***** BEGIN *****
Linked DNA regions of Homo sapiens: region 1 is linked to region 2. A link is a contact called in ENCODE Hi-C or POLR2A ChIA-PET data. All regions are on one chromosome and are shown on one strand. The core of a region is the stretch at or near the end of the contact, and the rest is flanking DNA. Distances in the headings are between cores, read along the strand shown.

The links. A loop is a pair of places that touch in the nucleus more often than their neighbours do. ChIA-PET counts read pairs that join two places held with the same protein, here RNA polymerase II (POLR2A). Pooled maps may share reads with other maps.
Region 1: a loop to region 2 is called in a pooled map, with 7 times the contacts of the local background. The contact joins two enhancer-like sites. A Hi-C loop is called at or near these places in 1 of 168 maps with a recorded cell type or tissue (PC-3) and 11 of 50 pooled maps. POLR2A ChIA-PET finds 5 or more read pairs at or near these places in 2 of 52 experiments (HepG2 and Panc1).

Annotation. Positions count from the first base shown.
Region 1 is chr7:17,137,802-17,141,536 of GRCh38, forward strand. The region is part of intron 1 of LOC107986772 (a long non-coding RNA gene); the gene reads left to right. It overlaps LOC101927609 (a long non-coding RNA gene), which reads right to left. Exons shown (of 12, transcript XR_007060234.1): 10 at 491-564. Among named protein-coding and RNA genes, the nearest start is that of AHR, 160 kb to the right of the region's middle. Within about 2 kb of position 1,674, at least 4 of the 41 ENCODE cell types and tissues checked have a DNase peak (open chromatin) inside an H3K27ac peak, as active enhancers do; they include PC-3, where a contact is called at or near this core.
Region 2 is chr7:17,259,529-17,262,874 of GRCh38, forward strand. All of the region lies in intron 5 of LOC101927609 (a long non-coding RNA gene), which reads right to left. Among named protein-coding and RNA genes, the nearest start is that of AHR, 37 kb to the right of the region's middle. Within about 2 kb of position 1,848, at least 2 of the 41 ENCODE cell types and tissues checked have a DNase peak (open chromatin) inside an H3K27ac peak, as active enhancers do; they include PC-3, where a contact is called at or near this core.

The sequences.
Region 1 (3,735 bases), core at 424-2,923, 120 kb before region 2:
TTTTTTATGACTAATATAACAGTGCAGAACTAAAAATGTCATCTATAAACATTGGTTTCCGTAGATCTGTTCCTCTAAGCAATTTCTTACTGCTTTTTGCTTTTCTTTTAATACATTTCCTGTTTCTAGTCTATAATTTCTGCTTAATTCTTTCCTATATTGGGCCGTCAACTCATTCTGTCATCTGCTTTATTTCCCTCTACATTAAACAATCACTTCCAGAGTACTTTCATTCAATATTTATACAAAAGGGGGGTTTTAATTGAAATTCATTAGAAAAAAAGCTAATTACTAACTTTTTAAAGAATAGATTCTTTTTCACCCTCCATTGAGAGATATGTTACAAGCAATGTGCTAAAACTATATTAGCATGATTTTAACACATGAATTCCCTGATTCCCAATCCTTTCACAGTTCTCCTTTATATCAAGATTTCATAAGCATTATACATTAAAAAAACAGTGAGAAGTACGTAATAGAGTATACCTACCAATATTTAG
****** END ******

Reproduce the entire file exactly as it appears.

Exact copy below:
Linked DNA regions of Homo sapiens: region 1 is linked to region 2. A link is a contact called in ENCODE Hi-C or POLR2A ChIA-PET data. All regions are on one chromosome and are shown on one strand. The core of a region is the stretch at or near the end of the contact, and the rest is flanking DNA. Distances in the headings are between cores, read along the strand shown.

The links. A loop is a pair of places that touch in the nucleus more often than their neighbours do. ChIA-PET counts read pairs that join two places held with the same protein, here RNA polymerase II (POLR2A). Pooled maps may share reads with other maps.
Region 1: a loop to region 2 is called in a pooled map, with 7 times the contacts of the local background. The contact joins two enhancer-like sites. A Hi-C loop is called at or near these places in 1 of 168 maps with a recorded cell type or tissue (PC-3) and 11 of 50 pooled maps. POLR2A ChIA-PET finds 5 or more read pairs at or near these places in 2 of 52 experiments (HepG2 and Panc1).

Annotation. Positions count from the first base shown.
Region 1 is chr7:17,137,802-17,141,536 of GRCh38, forward strand. The region is part of intron 1 of LOC107986772 (a long non-coding RNA gene); the gene reads left to right. It overlaps LOC101927609 (a long non-coding RNA gene), which reads right to left. Exons shown (of 12, transcript XR_007060234.1): 10 at 491-564. Among named protein-coding and RNA genes, the nearest start is that of AHR, 160 kb to the right of the region's middle. Within about 2 kb of position 1,674, at least 4 of the 41 ENCODE cell types and tissues checked have a DNase peak (open chromatin) inside an H3K27ac peak, as active enhancers do; they include PC-3, where a contact is called at or near this core.
Region 2 is chr7:17,259,529-17,262,874 of GRCh38, forward strand. All of the region lies in intron 5 of LOC101927609 (a long non-coding RNA gene), which reads right to left. Among named protein-coding and RNA genes, the nearest start is that of AHR, 37 kb to the right of the region's middle. Within about 2 kb of position 1,848, at least 2 of the 41 ENCODE cell types and tissues checked have a DNase peak (open chromatin) inside an H3K27ac peak, as active enhancers do; they include PC-3, where a contact is called at or near this core.

The sequences.
Region 1 (3,735 bases), core at 424-2,923, 120 kb before region 2:
TTTTTTATGACTAATATAACAGTGCAGAACTAAAAATGTCATCTATAAACATTGGTTTCCGTAGATCTGTTCCTCTAAGCAATTTCTTACTGCTTTTTGCTTTTCTTTTAATACATTTCCTGTTTCTAGTCTATAATTTCTGCTTAATTCTTTCCTATATTGGGCCGTCAACTCATTCTGTCATCTGCTTTATTTCCCTCTACATTAAACAATCACTTCCAGAGTACTTTCATTCAATATTTATACAAAAGGGGGGTTTTAATTGAAATTCATTAGAAAAAAAGCTAATTACTAACTTTTTAAAGAATAGATTCTTTTTCACCCTCCATTGAGAGATATGTTACAAGCAATGTGCTAAAACTATATTAGCATGATTTTAACACATGAATTCCCTGATTCCCAATCCTTTCACAGTTCTCCTTTATATCAAGATTTCATAAGCATTATACATTAAAAAAACAGTGAGAAGTACGTAATAGAGTATACCTACCAATATTTAG